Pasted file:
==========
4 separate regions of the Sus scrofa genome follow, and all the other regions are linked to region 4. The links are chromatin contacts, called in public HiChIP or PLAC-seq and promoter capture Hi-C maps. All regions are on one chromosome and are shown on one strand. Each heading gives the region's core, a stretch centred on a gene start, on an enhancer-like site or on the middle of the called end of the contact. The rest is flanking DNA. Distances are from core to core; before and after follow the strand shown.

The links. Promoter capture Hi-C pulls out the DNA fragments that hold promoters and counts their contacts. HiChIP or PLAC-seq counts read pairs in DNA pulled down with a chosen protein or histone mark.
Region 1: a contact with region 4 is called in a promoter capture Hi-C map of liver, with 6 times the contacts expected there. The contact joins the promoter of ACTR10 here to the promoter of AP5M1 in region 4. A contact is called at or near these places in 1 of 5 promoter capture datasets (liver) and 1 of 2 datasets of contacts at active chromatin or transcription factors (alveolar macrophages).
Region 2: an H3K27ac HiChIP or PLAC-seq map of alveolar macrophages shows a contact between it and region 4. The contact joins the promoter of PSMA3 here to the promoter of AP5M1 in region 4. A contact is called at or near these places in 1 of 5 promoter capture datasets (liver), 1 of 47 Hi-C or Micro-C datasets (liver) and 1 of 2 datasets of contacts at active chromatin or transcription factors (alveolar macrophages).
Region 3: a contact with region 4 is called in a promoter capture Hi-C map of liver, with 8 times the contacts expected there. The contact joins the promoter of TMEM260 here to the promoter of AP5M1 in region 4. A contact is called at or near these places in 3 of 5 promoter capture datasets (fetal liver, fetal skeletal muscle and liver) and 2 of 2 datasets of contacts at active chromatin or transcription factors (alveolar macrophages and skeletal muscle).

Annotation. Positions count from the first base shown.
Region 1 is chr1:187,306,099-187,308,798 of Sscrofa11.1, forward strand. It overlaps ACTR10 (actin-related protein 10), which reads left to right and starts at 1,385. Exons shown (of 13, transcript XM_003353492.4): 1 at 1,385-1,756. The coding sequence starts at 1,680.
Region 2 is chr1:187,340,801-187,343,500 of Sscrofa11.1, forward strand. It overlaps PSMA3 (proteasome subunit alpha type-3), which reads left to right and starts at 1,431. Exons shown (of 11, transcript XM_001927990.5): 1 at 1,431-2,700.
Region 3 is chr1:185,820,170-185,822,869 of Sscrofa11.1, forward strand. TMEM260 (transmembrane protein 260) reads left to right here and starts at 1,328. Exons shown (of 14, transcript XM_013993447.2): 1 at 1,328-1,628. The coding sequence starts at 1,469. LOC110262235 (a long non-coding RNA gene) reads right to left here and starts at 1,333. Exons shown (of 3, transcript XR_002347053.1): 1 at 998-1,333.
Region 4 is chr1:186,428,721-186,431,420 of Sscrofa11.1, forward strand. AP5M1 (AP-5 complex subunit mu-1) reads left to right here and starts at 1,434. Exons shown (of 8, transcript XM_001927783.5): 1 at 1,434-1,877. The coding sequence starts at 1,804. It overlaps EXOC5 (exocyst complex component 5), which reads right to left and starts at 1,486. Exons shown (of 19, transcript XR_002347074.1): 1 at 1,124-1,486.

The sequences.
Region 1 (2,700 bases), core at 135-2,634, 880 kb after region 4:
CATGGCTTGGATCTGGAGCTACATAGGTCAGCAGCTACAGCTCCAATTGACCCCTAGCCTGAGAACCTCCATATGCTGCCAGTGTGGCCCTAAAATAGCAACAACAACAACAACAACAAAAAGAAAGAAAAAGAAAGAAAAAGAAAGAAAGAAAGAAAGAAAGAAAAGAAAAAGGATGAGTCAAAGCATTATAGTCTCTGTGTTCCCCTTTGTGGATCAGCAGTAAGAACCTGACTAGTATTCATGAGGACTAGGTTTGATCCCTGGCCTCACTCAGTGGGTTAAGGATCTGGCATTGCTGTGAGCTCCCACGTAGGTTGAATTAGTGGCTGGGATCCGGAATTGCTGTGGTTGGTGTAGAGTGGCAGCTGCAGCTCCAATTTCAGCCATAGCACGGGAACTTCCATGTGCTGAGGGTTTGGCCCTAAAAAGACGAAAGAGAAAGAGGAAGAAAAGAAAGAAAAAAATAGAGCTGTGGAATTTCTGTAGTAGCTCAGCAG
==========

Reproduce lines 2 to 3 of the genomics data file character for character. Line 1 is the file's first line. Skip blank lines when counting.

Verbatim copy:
The links. Promoter capture Hi-C pulls out the DNA fragments that hold promoters and counts their contacts. HiChIP or PLAC-seq counts read pairs in DNA pulled down with a chosen protein or histone mark.
Region 1: a contact with region 4 is called in a promoter capture Hi-C map of liver, with 6 times the contacts expected there. The contact joins the promoter of ACTR10 here to the promoter of AP5M1 in region 4. A contact is called at or near these places in 1 of 5 promoter capture datasets (liver) and 1 of 2 datasets of contacts at active chromatin or transcription factors (alveolar macrophages).